To coincide with the release of the film Les Algues vertes, directed by Pierre Jolivet, Dominique Davoult, Professor of Biological Oceanography at the Roscoff Marine Station, sheds light on the green tides that ravage more and more of Brittany’s coasts every year.
Deputy Director of the Adaptation & Diversity in the Marine Environment joint research unit, and co-leader of the Edyco team at the Roscoff Marine Station , Dominique Davoult studies the functioning of ecosystems where seaweed is produced and harvested. Editor-in-chief of the Cahiers de biologie marine, he also works with the Comité régional des pêches de Bretagne and harvesters’ unions to ensure that current regulations allow sustainable harvesting of these aquatic plants.
In some coastal areas, the excessive growth of green algae is leading to green shores. What is the cause of this proliferation?
Dominique Davoult : Green algae develop due to a combination of three main factors: shallow, enclosed bays with little current, favorable weather conditions (mild temperatures and sunshine) and the presence of excess nitrates in the water. Opportunistic, they are able to grow much faster than other algae species when these conditions are met.
On certain beaches, they are systematically brought in by tidal currents and storms. The places where they wash up and accumulate on the coast from spring onwards become unliveable in summer when they turn white and start to decompose with the sun’s rays and heat.
What are the risks of green shores?
D. D. : Green algae are an essential part of the Breton marine ecosystem. In May and June, they are even sought-after, like other seaweeds, to be harvested at low tide and used in many industrial sectors, such as cosmetics and food.
But their excessive proliferation has harmful consequences for the environment and public health. On the scale of Brittany, the enormous concentrations of algae that decompose in summer make the environment hostile for many species, particularly those living in the first few centimetres below the surface.
Green tides also pose a public health problem. While green algae is not dangerous to health when it is at sea or recently deposited on the beach in small quantities, when it decomposes in the sun, it produces gases that are dangerous to humans and animals.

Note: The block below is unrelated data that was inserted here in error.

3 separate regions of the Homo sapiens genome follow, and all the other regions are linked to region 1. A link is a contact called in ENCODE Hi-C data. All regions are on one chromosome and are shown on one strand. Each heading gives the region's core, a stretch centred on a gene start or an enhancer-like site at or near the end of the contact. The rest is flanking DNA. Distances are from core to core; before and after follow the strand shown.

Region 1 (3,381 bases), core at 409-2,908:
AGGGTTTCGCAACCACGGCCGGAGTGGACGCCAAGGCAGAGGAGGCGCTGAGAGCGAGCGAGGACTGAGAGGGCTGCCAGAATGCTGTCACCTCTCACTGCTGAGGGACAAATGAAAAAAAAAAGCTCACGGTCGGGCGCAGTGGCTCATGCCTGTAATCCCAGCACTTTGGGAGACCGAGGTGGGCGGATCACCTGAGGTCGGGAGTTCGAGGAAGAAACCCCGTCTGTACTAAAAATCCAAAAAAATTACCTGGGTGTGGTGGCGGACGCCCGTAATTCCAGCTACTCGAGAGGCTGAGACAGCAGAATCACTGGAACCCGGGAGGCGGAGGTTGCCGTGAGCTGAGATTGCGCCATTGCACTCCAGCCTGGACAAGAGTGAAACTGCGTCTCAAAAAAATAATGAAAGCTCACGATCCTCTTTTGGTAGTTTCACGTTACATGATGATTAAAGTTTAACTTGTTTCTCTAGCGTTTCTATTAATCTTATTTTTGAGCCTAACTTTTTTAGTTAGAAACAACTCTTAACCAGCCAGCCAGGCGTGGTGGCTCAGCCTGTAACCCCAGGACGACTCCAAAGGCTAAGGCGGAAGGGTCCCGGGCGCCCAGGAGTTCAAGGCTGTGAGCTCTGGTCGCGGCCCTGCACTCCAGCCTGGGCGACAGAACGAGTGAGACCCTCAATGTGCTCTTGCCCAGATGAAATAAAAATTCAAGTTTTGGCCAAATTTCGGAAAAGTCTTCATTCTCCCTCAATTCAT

The putrefaction of algae forms a crust under the effect of the sun, and after 24 to 48 hours in warm weather, the decomposing algae ferment produces hydrogen sulfide (H2S), a potentially lethal gas. The acute effects of inhaling this toxic gas range from simple discomfort to severe malaise, even cardiac arrest in extreme cases. The risk depends on the quantity of gas released and the proximity of the source, particularly for animals and children who are closer to the ground. The deaths in 2011 of 36 wild boar with high levels of H2S in the Bay of Saint-Brieuc, and other accidents involving green algae in recent years, are no Breton legend.
What measures are being put in place to limit these risks?
D. D. :To reduce health risks, seaweed washed up on beaches is systematically collected. They are then stored in depots where they are dried before being incinerated. Seaweed can also be recycled to produce energy in large-scale methanization plants. But this is a bad idea, as cleaning beaches with tractors and collecting surface sand damages the natural environment and upsets the ecosystem. The other problem is that as soon as we build huge methanizers fed by green algae, we create a need for green algae to produce methane.
A less problematic solution would be for each farm to have a small methane plant to produce methane and energy directly from the manure. This would not only prevent nitrates from entering rivers and watersheds and running off into the sea, but also make the most of the inconvenience caused by slurry.
How can we combat the spread of these algae in the long term?
D. D. :To provide a lasting solution to the problem of green tides, it is essential to control the factors that encourage the proliferation of algae, in particular by limiting excessive inputs of nitrates, mainly from agricultural effluent and livestock rearing.
In Brittany, pig and chicken farms are much larger than in other regions. Even if individual farmers have begun to change their practices, notably by limiting the leakage of slurry into the soil and rivers, they remain prisoners of the intensive farming system. It is therefore essential that the State takes up this issue and encourages environmentally virtuous practices. Unfortunately, this is not easy, given the conflicts of interest that exist between tourism, fishing, agriculture and environmental protection.
How long will it take for these measures to produce tangible results?
D. D. : If the nitrates reaching the coastal environment were completely eliminated, it would take at least 10 years to return to a normal situation. Algae are self-sustaining: as they decompose, they release their own nitrates. Even if they seem to disappear in winter, they remain hidden in areas where they can develop. And when conditions become favorable again the following spring, they’ll still grow in quantity even if nitrate concentrations drop. Little by little, they will regress, but it will still take years for the green shores to disappear.